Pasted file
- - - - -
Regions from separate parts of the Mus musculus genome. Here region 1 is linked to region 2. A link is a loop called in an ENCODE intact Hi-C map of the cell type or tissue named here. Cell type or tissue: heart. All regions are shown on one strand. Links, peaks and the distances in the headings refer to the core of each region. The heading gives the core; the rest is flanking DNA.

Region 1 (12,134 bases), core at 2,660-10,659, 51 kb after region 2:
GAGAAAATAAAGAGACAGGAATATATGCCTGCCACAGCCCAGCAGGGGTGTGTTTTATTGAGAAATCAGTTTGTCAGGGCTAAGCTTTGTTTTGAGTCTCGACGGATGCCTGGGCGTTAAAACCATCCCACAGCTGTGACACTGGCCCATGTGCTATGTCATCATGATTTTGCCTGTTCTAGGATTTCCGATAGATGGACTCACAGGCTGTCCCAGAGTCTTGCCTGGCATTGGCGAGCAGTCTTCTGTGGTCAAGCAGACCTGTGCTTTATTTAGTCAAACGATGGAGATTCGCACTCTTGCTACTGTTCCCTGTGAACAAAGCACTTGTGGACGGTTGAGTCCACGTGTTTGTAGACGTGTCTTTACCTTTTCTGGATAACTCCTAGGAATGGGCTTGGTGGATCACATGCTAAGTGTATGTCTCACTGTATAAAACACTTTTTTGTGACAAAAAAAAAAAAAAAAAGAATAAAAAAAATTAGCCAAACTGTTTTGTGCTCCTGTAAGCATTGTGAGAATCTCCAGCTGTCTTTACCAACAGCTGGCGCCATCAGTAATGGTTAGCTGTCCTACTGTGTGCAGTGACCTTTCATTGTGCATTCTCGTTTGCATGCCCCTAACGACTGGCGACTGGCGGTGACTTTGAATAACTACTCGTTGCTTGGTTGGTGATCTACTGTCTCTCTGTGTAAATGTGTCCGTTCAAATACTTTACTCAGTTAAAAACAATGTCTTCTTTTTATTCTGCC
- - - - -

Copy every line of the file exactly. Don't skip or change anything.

Regions from separate parts of the Mus musculus genome. Here region 1 is linked to region 2. A link is a loop called in an ENCODE intact Hi-C map of the cell type or tissue named here. Cell type or tissue: heart. All regions are shown on one strand. Links, peaks and the distances in the headings refer to the core of each region. The heading gives the core; the rest is flanking DNA.

Region 1 (12,134 bases), core at 2,660-10,659, 51 kb after region 2:
GAGAAAATAAAGAGACAGGAATATATGCCTGCCACAGCCCAGCAGGGGTGTGTTTTATTGAGAAATCAGTTTGTCAGGGCTAAGCTTTGTTTTGAGTCTCGACGGATGCCTGGGCGTTAAAACCATCCCACAGCTGTGACACTGGCCCATGTGCTATGTCATCATGATTTTGCCTGTTCTAGGATTTCCGATAGATGGACTCACAGGCTGTCCCAGAGTCTTGCCTGGCATTGGCGAGCAGTCTTCTGTGGTCAAGCAGACCTGTGCTTTATTTAGTCAAACGATGGAGATTCGCACTCTTGCTACTGTTCCCTGTGAACAAAGCACTTGTGGACGGTTGAGTCCACGTGTTTGTAGACGTGTCTTTACCTTTTCTGGATAACTCCTAGGAATGGGCTTGGTGGATCACATGCTAAGTGTATGTCTCACTGTATAAAACACTTTTTTGTGACAAAAAAAAAAAAAAAAAGAATAAAAAAAATTAGCCAAACTGTTTTGTGCTCCTGTAAGCATTGTGAGAATCTCCAGCTGTCTTTACCAACAGCTGGCGCCATCAGTAATGGTTAGCTGTCCTACTGTGTGCAGTGACCTTTCATTGTGCATTCTCGTTTGCATGCCCCTAACGACTGGCGACTGGCGGTGACTTTGAATAACTACTCGTTGCTTGGTTGGTGATCTACTGTCTCTCTGTGTAAATGTGTCCGTTCAAATACTTTACTCAGTTAAAAACAATGTCTTCTTTTTATTCTGCC